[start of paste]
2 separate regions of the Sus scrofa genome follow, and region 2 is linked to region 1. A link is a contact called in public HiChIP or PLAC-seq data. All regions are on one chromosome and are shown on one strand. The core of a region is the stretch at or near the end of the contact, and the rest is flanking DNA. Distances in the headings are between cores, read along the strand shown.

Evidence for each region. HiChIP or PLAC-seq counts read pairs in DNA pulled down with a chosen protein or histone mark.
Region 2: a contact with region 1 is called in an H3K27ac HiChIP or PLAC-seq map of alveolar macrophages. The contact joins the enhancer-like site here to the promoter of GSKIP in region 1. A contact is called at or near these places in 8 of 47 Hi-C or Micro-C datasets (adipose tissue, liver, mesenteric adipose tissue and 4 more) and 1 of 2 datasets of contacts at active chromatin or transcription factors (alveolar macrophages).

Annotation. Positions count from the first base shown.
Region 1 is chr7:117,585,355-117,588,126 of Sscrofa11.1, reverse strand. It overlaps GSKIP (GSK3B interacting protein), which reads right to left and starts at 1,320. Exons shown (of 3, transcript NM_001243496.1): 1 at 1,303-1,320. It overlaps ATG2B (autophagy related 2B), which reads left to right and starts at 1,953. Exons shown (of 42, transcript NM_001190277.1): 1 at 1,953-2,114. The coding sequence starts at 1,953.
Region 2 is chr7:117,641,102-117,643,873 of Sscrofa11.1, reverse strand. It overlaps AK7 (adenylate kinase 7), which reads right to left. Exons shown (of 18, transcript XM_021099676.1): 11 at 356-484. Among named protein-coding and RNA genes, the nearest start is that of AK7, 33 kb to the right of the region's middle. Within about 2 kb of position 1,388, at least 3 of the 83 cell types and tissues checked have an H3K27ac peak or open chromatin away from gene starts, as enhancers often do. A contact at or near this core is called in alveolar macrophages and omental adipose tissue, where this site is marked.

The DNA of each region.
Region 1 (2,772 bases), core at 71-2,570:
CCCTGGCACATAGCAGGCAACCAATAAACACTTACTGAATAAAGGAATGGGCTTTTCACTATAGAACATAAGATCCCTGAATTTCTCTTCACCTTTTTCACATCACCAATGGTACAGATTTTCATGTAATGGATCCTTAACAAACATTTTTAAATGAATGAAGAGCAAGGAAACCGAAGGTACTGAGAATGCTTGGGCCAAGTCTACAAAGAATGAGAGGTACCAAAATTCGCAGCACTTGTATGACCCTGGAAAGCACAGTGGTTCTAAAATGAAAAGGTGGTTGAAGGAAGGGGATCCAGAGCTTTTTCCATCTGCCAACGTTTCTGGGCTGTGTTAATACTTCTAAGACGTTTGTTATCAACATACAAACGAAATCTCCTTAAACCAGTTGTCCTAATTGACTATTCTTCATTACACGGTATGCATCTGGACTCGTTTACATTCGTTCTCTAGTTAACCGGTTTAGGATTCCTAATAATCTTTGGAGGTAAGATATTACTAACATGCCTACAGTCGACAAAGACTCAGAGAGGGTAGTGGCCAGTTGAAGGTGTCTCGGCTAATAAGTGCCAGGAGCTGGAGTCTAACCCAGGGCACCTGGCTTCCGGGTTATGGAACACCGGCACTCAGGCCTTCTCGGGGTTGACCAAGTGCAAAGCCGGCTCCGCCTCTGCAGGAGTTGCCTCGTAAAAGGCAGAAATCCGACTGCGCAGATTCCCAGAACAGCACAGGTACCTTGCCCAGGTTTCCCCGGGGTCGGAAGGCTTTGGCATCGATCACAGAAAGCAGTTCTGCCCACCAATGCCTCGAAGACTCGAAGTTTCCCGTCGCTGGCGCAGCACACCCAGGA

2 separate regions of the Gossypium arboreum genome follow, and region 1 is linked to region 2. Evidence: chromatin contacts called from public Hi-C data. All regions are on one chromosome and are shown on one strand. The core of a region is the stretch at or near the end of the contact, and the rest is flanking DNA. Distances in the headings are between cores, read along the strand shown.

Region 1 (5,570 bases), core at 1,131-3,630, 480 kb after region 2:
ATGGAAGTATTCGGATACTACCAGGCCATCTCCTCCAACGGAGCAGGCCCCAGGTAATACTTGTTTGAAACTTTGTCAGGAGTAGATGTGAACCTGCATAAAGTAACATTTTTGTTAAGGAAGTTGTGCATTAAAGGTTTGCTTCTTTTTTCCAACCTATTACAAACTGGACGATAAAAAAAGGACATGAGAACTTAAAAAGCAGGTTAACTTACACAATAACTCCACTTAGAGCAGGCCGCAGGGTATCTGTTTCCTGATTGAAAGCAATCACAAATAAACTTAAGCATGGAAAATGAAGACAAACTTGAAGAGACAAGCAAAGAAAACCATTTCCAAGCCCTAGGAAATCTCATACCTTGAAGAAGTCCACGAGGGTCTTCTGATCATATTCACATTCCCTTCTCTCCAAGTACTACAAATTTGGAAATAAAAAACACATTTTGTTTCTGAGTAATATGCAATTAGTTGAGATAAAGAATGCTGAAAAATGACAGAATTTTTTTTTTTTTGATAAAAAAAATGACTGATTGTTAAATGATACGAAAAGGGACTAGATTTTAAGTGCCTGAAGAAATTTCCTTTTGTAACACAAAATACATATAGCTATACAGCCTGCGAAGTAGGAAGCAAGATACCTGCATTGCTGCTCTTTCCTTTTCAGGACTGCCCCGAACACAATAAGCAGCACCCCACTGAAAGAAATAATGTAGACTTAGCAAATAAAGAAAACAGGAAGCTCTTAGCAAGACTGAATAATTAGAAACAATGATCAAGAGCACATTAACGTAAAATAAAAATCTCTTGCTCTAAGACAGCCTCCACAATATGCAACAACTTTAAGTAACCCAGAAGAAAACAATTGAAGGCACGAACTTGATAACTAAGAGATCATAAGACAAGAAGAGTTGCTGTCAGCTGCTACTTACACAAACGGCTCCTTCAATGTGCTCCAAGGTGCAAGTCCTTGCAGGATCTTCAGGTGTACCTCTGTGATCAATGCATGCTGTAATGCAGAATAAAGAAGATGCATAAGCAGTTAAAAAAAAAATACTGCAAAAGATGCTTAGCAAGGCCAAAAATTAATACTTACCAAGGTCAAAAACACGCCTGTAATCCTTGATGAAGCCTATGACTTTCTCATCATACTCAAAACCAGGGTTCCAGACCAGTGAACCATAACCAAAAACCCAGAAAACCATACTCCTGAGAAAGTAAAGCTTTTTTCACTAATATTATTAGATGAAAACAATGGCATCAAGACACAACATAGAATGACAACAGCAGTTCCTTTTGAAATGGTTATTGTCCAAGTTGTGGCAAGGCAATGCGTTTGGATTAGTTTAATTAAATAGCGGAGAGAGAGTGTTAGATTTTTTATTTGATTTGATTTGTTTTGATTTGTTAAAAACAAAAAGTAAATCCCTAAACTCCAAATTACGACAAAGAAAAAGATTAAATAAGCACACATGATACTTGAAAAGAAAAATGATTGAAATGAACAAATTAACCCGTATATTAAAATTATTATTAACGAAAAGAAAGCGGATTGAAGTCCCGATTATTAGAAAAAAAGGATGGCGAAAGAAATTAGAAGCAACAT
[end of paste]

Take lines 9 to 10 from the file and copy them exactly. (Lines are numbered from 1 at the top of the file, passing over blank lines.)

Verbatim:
CCCTGGCACATAGCAGGCAACCAATAAACACTTACTGAATAAAGGAATGGGCTTTTCACTATAGAACATAAGATCCCTGAATTTCTCTTCACCTTTTTCACATCACCAATGGTACAGATTTTCATGTAATGGATCCTTAACAAACATTTTTAAATGAATGAAGAGCAAGGAAACCGAAGGTACTGAGAATGCTTGGGCCAAGTCTACAAAGAATGAGAGGTACCAAAATTCGCAGCACTTGTATGACCCTGGAAAGCACAGTGGTTCTAAAATGAAAAGGTGGTTGAAGGAAGGGGATCCAGAGCTTTTTCCATCTGCCAACGTTTCTGGGCTGTGTTAATACTTCTAAGACGTTTGTTATCAACATACAAACGAAATCTCCTTAAACCAGTTGTCCTAATTGACTATTCTTCATTACACGGTATGCATCTGGACTCGTTTACATTCGTTCTCTAGTTAACCGGTTTAGGATTCCTAATAATCTTTGGAGGTAAGATATTACTAACATGCCTACAGTCGACAAAGACTCAGAGAGGGTAGTGGCCAGTTGAAGGTGTCTCGGCTAATAAGTGCCAGGAGCTGGAGTCTAACCCAGGGCACCTGGCTTCCGGGTTATGGAACACCGGCACTCAGGCCTTCTCGGGGTTGACCAAGTGCAAAGCCGGCTCCGCCTCTGCAGGAGTTGCCTCGTAAAAGGCAGAAATCCGACTGCGCAGATTCCCAGAACAGCACAGGTACCTTGCCCAGGTTTCCCCGGGGTCGGAAGGCTTTGGCATCGATCACAGAAAGCAGTTCTGCCCACCAATGCCTCGAAGACTCGAAGTTTCCCGTCGCTGGCGCAGCACACCCAGGA

2 separate regions of the Gossypium arboreum genome follow, and region 1 is linked to region 2. Evidence: chromatin contacts called from public Hi-C data. All regions are on one chromosome and are shown on one strand. The core of a region is the stretch at or near the end of the contact, and the rest is flanking DNA. Distances in the headings are between cores, read along the strand shown.